Irish. During this period, half of all the immigrants—almost 2 million— came from Ireland. These Irish immigrants were mostly tenant farmers driven from their homeland by potato crop failures and a devastating famine in the 1840s, and they now had limited interest in farming, few other skills, and little money. They faced strong discrimination because of their Roman Catholic religion. The Irish worked hard at whatever employment they could find, usually competing with African Americans for domestic work and unskilled laborer jobs. Faced with limited opportunities, they congregated for mutual support in the northern cities (Boston, Philadelphia, and New York) where they had first landed. Many Irish entered local politics. They organized their fellow immigrants and joined the Democratic party, which had long traditions of anti- British feelings and support for the common people and workers. Their progress was difficult but steady. For example, the Irish were initially excluded from joining New York City’s Democratic organization, Tammany Hall. But by the 1850s they had secured jobs and influence, and by the 1880s they controlled this party organization.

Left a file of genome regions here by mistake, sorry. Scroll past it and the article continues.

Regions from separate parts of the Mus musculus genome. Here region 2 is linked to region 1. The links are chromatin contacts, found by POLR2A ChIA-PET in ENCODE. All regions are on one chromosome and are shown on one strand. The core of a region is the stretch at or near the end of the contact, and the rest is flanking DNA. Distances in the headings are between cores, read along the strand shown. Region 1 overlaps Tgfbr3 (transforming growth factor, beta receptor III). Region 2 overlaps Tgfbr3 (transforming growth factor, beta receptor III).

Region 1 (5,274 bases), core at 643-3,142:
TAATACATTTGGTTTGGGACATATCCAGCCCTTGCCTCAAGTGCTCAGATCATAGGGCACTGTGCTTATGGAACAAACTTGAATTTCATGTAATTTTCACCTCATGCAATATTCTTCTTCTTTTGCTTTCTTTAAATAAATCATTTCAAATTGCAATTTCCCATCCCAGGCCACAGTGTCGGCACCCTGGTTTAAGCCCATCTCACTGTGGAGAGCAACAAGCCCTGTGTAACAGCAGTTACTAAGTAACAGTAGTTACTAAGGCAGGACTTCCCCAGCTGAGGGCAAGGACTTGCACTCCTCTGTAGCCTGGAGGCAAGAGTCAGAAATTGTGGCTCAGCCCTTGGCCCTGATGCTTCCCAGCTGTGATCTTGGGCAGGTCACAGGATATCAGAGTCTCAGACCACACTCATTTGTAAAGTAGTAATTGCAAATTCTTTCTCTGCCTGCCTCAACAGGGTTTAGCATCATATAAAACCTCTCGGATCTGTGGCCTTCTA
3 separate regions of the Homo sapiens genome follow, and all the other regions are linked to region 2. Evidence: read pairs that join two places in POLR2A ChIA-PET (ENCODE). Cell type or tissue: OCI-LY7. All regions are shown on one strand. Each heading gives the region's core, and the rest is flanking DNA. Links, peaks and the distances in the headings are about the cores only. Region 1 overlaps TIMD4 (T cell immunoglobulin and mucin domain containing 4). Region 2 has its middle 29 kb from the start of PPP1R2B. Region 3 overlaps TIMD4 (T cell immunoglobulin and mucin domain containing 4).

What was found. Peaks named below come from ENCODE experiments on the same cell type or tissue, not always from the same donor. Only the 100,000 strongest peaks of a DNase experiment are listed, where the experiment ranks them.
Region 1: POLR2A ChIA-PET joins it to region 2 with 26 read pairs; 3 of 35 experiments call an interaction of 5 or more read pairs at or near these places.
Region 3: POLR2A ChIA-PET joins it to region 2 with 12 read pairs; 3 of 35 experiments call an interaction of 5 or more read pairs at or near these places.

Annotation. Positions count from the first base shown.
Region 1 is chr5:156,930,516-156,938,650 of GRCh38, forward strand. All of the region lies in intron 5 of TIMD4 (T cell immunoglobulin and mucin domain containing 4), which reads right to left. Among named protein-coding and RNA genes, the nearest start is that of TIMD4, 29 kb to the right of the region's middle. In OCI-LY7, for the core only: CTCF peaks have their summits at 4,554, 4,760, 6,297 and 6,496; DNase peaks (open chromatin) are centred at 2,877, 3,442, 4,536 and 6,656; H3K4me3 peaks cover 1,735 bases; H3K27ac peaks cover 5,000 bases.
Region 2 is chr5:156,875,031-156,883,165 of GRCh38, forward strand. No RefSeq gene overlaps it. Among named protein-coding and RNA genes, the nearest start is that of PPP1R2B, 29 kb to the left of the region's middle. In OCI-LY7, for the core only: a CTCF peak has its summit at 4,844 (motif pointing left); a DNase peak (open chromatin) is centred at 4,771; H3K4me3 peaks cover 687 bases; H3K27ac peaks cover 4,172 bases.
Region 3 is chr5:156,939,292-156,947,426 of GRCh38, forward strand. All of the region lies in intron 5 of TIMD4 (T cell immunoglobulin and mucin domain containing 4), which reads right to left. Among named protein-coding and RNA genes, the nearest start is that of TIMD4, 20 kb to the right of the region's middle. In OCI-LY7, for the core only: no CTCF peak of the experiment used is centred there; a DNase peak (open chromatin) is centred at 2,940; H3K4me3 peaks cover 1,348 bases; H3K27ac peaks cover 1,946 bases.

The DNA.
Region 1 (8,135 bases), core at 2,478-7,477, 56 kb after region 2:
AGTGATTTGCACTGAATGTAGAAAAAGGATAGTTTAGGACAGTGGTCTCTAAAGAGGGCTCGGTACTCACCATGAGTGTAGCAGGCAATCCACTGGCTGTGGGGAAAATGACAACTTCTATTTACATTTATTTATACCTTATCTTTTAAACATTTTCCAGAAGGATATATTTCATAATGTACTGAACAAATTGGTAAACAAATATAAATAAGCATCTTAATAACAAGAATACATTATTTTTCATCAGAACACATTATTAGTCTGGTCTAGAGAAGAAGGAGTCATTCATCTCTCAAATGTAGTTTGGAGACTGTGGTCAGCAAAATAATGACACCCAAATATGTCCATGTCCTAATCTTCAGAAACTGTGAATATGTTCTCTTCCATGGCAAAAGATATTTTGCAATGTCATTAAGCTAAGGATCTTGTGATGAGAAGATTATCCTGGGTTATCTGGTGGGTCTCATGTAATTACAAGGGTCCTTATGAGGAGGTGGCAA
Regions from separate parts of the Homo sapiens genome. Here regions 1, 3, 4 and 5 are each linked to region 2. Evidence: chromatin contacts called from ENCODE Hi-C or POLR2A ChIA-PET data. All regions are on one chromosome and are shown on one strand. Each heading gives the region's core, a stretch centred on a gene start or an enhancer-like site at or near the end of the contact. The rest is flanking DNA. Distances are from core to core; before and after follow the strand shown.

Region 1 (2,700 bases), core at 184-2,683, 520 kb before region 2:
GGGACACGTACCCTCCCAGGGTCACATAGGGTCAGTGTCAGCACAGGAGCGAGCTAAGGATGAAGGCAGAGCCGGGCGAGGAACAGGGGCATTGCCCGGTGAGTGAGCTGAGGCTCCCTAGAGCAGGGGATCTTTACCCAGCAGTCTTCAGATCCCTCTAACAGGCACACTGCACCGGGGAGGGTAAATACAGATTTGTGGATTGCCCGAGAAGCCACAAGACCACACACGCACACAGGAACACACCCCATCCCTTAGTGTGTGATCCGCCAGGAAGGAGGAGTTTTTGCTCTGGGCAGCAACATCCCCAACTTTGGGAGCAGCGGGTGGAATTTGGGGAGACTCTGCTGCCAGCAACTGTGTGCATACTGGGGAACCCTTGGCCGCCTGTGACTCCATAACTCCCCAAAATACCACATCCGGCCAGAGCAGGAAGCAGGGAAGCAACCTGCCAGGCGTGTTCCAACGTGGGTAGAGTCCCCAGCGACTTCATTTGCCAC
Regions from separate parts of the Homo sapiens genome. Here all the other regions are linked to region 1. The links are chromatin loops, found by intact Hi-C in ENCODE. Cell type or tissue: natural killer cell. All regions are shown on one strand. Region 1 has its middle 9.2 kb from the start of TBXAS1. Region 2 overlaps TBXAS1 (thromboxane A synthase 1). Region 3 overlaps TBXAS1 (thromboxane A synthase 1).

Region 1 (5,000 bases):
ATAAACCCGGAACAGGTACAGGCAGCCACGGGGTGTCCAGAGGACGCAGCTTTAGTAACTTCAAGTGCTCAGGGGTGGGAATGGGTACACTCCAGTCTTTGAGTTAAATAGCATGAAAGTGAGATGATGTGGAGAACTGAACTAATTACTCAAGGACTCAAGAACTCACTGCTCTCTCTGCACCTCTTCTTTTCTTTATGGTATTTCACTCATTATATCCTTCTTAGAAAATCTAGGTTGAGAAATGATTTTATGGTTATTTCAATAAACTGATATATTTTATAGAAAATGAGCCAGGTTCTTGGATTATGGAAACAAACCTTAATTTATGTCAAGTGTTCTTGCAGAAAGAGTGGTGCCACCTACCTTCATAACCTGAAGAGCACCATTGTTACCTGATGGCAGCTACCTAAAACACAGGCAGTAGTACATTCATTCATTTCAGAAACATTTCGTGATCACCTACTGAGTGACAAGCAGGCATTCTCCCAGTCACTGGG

Germans. Botheconomichardshipsandthefailureofdemocraticrevolu- tions in 1848 caused over 1 million Germans to seek refuge in the United States in the late 1840s and the 1850s. Most German immigrants had at least modest means as well as considerable skills as farmers and artisans. Moving westward in search of cheap, fertile farmland, they established homesteads throughout the Old Northwest and generally prospered. At first their political influence was limited, but as they became more active in public life, they were both strong supporters of public education and staunch opponents of slavery.